Tuesday, May 16, 2006

The T Playing Wrong Game

The first of many hearings on the MBTA fare increase and reduced service was yesterday. Everyone involved is still in the cave, looking for the best corner to hide.

Honk. Wrong.

We already proposed and shall scream more about the solution, eliminate T fare. Otherwise, the only debate available is how can we make the T profitable. It's the wrong discussion.

Sort of apology: This is off topic. The only marriage here would be of reason and government -- always an uncomfortable and unlikely couple. As a state and nation, we continue to pay many billions annually to subsidize the commutes, goods transfer and other highway costs of car and truck drivers. Let's be fair about fares.

No Surprises Yesterday

The first public hearing produced exactly what we should expect. Commuters and others say that raising the fare will repel riders when the T needs more.

Read accounts in the Metro, in the Herald, and in the Globe. They are very similar.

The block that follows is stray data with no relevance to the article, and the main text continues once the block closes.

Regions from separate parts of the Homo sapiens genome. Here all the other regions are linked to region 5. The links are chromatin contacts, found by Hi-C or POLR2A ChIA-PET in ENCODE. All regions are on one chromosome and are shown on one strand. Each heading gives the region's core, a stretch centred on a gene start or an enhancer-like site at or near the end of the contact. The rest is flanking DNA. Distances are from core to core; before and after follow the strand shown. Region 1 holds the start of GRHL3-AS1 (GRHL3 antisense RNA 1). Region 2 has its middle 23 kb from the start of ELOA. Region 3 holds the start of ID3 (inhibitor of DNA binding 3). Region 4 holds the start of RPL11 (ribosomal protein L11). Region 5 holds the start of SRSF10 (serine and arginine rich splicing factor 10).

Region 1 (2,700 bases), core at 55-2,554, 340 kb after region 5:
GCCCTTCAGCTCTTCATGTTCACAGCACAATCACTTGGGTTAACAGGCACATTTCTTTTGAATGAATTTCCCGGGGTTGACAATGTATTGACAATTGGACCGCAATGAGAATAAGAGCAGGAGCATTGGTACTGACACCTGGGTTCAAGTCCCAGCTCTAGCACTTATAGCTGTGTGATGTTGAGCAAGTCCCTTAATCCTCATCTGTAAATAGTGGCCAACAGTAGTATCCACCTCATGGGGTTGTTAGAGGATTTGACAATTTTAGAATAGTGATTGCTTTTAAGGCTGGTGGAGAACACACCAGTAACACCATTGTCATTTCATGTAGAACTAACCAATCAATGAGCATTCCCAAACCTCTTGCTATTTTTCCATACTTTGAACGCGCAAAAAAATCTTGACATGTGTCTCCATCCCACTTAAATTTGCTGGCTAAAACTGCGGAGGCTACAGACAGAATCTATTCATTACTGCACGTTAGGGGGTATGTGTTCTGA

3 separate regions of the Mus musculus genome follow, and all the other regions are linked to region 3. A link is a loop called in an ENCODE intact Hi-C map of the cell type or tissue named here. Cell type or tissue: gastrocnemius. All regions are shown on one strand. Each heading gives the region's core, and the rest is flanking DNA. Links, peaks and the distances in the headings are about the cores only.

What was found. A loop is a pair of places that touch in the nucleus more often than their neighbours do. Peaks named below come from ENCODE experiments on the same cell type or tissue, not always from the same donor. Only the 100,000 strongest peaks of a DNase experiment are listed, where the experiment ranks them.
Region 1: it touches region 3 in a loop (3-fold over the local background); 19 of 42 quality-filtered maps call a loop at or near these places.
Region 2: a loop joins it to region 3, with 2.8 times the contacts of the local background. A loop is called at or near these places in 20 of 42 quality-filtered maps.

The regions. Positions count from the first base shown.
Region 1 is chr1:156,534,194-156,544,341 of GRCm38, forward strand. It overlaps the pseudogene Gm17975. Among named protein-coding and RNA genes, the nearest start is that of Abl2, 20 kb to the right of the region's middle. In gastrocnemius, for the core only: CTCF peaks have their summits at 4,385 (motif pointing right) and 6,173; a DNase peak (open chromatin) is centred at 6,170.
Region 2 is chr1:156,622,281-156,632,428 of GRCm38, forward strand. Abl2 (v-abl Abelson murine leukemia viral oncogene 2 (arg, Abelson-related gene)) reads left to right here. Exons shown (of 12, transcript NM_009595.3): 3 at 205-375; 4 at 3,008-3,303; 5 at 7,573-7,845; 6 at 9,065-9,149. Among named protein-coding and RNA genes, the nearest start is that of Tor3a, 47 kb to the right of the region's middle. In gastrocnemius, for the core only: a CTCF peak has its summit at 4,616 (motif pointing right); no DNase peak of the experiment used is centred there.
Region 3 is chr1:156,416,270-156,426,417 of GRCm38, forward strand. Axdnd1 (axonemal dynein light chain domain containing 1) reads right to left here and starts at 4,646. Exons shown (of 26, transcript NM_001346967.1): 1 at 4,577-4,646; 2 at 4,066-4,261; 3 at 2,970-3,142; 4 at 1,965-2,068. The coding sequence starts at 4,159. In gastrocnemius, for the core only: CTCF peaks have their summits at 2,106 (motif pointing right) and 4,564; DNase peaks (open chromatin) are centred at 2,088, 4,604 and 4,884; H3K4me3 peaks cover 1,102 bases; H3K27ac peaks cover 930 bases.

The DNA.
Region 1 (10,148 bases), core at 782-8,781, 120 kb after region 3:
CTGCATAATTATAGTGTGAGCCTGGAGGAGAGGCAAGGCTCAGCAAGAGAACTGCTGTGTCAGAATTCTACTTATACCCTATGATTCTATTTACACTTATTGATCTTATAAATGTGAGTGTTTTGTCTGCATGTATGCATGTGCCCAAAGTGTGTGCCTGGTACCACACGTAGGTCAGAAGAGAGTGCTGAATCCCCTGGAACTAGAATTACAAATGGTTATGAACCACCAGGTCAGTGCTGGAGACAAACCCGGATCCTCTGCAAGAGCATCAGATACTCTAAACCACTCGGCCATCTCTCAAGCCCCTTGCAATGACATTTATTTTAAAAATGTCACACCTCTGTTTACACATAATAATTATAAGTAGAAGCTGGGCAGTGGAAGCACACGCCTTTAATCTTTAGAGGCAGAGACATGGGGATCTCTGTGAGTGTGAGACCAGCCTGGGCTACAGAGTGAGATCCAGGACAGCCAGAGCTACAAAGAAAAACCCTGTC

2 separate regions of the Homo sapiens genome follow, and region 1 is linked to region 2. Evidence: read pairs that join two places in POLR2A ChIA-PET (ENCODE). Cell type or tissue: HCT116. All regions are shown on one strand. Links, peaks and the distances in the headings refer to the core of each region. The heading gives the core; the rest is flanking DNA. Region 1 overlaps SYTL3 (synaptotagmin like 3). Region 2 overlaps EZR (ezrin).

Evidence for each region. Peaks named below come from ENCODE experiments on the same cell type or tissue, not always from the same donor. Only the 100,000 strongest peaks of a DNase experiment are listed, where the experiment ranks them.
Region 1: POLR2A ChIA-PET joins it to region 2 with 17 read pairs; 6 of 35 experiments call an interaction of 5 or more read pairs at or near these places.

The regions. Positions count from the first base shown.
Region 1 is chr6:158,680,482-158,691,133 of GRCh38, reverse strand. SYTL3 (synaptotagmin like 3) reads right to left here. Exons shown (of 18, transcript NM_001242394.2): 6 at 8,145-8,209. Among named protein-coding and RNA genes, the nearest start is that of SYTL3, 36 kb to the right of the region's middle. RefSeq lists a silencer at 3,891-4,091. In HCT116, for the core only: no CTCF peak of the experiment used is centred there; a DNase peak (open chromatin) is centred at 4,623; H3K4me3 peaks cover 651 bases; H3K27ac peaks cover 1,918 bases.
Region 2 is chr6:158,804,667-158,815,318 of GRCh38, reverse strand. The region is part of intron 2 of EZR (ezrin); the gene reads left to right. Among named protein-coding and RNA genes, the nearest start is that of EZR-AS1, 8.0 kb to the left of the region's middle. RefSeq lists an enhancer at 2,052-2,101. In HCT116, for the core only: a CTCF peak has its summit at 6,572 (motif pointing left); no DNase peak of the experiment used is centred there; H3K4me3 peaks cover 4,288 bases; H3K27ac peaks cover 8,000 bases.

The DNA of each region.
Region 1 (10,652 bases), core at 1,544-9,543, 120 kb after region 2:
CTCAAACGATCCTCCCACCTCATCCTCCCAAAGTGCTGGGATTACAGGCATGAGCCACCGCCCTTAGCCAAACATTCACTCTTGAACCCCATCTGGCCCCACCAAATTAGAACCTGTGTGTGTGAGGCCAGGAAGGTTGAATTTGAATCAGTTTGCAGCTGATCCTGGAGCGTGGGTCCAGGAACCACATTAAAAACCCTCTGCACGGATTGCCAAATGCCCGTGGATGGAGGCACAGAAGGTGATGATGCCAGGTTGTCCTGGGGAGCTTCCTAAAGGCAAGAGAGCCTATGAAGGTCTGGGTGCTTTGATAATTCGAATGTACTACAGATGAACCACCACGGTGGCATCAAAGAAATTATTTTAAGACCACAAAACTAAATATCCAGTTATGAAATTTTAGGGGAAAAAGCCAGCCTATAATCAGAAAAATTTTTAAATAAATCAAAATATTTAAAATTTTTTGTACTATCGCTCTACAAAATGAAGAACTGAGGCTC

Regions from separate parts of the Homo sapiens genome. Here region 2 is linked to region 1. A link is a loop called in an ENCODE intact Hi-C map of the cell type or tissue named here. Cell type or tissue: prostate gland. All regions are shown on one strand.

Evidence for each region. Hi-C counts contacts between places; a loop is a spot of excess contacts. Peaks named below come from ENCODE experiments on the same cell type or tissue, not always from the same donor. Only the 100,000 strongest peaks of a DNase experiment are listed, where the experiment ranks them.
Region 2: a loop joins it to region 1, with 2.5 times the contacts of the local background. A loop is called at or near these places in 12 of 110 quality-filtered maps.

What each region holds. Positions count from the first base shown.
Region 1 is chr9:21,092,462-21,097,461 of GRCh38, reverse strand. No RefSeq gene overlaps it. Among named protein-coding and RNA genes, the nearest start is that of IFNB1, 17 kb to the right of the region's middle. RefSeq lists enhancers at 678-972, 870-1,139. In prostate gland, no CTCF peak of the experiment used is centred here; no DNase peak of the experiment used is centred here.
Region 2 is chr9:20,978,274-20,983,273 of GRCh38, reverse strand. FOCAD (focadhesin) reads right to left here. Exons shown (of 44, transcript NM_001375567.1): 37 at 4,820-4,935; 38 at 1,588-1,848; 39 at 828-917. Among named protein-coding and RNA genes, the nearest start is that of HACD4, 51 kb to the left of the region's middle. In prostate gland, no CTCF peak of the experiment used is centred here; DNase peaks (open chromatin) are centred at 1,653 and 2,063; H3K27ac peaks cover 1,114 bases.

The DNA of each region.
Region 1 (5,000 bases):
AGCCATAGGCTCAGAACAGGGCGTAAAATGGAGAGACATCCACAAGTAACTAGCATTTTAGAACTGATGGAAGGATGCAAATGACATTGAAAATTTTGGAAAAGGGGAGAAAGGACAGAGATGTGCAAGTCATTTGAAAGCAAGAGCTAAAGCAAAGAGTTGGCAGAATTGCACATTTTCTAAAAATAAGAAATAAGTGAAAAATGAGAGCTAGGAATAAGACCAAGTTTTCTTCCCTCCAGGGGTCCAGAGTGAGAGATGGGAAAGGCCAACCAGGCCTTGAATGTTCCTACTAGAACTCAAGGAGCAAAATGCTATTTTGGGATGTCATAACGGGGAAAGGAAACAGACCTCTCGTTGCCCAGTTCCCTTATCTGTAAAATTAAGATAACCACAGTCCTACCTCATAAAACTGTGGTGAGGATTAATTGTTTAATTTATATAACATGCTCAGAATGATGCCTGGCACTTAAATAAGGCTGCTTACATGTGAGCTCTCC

Ex-Governor Mike Dukakis -- a big mass-transit supporter and regular Green Line rider -- seemed the most sensible. He started by pointing out that $3 gas is a great motivator for riders, and as a result, this is exactly the wrong time to raise fares or reduce services.

He suggested that the commonwealth needs to stop pretending that the T is just some business. He wants legislators to reduce the MBTA's $5 billion-plus debt.

We suggest that the debt helps illustrate one aspect of the problem. If we treat mass transit as a public good, like highways, we gain the perspective. It should not scratch for a share of public money. Its funds should got to providing more and better transit, not to weaseling around the inane forward funding that the General Court imposed seven years ago, prohibiting even asking for fuel-increase adjustments. Dumb and punitive.

Meanwhile, T Deputy General Manager Dennis DiZoglio predicts a 6% drop in riders if the fare goes up. He also is looking at reducing bus and subway frequency to cut costs.

Again, this illustrates that the present funding and business model does not work and cannot work. Don't pretend that we can make money on the T; reap the benefits from a free mass-transit, and then expand it.

There are more hearings over the next month. Check the schedule, attend one, be vocal, free the T.

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